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Covid Poster

COVID AUTUMN BOOSTER

Autumn booster eligibility

 

  • Residents and staff in older care homes

  • Everyone aged 65 and over

  • People aged 6 months to 64 years in a clinical risk group

  • Frontline health and social care workers

  • Household contacts of immunosuppressed people ages 12 to 64 years

  • Unpaid carers ages 16-64 years

Who is at increased risk from COVID-19?

Some people are at increased risk of getting seriously ill from COVID-19 due to a health condition or medical treatment, or their age.

People at increased risk from COVID-19 aged under 16 years old

  • a long-term lung condition, such as chronic obstructive pulmonary disease (COPD), asthma (if you need steroid tablets) or cystic fibrosis

  • a long-term heart condition, such as congenital heart disease or chronic heart failure

  • a long term condition of the kidney, liver or digestive system

  • a long-term problem with the brain or nerves, such as epilepsy, cerebral palsy, multiple sclerosis, an inherited condition or autism

  • severe or multiple learning disabilities (or being on the learning disability register), such as Down’s syndrome

  • diabetes or another hormone disorder, such as Addison’s disease

  • a weakened immune system, due to a medical treatment (such as steroid medicine, biological therapy, chemotherapy or radiotherapy), a condition (such as leukaemia), a genetic condition or from having an organ or bone marrow transplant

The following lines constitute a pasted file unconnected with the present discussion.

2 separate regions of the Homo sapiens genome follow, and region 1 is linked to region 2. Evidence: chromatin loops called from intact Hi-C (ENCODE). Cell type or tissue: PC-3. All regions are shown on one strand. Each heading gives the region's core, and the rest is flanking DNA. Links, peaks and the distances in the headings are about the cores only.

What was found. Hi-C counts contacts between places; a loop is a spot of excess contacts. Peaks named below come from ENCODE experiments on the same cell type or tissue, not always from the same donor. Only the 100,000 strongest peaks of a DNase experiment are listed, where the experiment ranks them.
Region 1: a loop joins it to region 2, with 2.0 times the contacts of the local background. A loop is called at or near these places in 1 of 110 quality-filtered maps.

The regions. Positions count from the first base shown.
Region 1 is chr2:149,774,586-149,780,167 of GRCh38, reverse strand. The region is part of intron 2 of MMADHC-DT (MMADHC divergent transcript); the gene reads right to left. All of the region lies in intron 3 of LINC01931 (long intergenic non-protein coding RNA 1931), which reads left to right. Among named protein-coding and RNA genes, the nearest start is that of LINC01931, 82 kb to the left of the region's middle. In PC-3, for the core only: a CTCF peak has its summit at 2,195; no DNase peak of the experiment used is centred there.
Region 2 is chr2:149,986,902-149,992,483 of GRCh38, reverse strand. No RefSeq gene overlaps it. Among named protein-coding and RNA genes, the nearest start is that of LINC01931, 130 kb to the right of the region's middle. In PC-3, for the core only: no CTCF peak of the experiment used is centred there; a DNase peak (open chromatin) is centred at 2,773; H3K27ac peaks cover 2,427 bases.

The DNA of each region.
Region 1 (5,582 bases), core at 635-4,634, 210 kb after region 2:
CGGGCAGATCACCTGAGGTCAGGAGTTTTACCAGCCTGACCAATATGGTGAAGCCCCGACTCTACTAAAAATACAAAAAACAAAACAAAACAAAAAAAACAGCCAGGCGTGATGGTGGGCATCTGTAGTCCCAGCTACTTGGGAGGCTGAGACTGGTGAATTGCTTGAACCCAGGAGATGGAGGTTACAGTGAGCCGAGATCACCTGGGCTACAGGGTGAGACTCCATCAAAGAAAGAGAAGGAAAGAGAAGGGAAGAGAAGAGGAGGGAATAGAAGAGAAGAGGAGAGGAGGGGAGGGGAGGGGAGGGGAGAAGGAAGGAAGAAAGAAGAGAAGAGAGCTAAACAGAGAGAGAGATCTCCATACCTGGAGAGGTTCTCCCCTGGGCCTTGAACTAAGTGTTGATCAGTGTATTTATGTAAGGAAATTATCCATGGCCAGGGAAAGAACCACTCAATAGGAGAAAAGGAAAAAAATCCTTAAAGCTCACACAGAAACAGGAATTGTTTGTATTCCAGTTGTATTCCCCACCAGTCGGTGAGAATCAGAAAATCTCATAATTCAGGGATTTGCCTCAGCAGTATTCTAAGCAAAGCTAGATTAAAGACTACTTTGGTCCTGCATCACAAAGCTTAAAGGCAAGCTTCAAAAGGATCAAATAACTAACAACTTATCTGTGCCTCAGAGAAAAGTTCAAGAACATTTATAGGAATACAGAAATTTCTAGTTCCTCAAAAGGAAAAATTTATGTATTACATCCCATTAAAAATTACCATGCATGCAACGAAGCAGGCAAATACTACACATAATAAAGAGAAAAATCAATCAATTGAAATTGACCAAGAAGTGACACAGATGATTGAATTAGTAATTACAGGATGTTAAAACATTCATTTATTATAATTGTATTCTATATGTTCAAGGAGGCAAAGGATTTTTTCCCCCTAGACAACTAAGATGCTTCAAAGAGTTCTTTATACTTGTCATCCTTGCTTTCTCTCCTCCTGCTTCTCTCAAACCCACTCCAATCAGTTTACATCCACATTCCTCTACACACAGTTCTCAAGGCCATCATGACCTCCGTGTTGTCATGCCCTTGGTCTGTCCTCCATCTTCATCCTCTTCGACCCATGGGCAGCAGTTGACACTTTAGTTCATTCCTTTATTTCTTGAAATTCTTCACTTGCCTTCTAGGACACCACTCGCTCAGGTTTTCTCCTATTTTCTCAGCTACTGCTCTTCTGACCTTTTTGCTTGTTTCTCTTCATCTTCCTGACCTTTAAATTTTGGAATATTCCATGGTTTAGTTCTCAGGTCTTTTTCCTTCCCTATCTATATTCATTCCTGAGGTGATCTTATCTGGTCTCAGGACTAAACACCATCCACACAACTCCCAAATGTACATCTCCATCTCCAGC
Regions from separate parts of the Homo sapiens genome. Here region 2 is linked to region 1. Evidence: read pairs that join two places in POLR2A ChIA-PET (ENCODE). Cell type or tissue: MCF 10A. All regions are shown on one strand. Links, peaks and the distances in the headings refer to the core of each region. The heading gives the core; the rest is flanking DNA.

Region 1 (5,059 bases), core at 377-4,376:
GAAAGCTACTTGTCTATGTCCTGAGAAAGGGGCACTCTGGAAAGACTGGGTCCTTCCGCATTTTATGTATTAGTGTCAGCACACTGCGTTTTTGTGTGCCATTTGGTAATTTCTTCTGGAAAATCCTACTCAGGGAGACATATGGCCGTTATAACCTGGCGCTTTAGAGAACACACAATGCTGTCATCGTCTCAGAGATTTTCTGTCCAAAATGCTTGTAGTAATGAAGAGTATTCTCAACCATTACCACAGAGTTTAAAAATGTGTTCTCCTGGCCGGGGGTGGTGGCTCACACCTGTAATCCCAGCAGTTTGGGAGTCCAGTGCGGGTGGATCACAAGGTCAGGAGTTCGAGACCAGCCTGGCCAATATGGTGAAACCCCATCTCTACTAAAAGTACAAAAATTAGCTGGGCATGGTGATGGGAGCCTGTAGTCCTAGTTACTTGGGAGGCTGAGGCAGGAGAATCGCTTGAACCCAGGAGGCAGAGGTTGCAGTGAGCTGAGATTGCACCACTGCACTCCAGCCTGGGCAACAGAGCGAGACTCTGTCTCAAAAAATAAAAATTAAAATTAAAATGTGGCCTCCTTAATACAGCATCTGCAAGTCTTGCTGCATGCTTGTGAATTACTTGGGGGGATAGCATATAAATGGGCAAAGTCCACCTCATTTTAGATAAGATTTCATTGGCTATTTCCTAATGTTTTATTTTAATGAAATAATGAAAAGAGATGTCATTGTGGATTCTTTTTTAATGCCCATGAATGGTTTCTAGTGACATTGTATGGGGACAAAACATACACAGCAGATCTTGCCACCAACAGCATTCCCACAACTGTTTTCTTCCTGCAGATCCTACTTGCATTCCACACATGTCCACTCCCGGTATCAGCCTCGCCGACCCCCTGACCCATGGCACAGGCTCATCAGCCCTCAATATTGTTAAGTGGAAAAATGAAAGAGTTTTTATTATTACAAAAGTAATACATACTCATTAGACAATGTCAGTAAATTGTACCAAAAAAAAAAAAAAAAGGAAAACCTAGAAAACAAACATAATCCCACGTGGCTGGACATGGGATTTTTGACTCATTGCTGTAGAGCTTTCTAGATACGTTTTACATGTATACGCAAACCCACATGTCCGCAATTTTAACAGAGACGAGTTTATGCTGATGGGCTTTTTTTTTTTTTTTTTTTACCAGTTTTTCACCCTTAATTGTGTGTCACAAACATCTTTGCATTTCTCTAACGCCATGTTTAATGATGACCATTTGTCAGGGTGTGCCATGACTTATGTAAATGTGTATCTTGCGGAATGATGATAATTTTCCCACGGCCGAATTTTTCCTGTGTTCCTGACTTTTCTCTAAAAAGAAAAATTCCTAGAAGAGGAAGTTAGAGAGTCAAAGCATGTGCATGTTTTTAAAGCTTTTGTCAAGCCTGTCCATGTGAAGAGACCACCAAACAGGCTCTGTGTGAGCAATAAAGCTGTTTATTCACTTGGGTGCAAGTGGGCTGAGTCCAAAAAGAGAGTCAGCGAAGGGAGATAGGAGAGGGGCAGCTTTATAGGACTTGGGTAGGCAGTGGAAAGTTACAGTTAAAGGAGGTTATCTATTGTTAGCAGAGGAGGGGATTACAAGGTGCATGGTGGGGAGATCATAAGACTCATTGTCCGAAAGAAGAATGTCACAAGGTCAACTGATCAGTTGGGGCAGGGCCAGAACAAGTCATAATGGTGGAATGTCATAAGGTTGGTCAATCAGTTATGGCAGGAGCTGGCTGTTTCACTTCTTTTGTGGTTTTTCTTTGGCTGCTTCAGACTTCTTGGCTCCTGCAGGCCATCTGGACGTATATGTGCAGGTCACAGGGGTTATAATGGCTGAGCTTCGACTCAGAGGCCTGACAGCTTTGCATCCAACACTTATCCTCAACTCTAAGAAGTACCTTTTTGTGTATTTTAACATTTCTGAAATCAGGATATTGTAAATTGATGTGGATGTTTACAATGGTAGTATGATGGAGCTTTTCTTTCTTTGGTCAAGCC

• problems with the spleen, having no spleen or having a condition that can affect the spleen (such as sickle cell disease)

  • a serious genetic condition that affects multiple systems in the body, such as mitochondrial disease

  • being pregnant (all stages)

  • living in a long-stay nursing and residential care home as a younger adult.

People at increased risk from COVID-19 aged 16 years old and over

  • a long-term lung condition, such as chronic obstructive pulmonary disease (COPD), asthma (if you need steroid tablets) or cystic fibrosis

  • a long-term heart condition, such as congenital heart disease, chronic heart failure or atrial fibrillation

  • long term kidney disease (CKD) stage 3, 4 or 5

  • a severe liver disease, such as cirrhosis

  • a long-term problem with the brain or nerves, such as epilepsy, cerebral palsy, multiple sclerosis, motor neurone disease, Huntington’s disease, myasthenia gravis, or a stroke or transient ischaemic attack

  • severe or multiple learning disabilities (or being on the learning disability register), such as Down’s syndrome

  • diabetes or another hormone disorder, such as Addison’s disease

  • a weakened immune system, due to a medical treatment (such as steroid medicine, biological therapy, chemotherapy or radiotherapy), a condition (such as leukaemia), or from having an organ or bone marrow transplant

  • problems with the spleen, having no spleen or having a condition that can affect the spleen (such as sickle cell disease)

  • being severely obese (having a body mass index (BMI) over 40 or above)

  • a severe mental illness, such as schizophrenia or bipolar disorder

  • being pregnant (all stages)

  • living in a long-stay nursing and residential care home as a younger adult.

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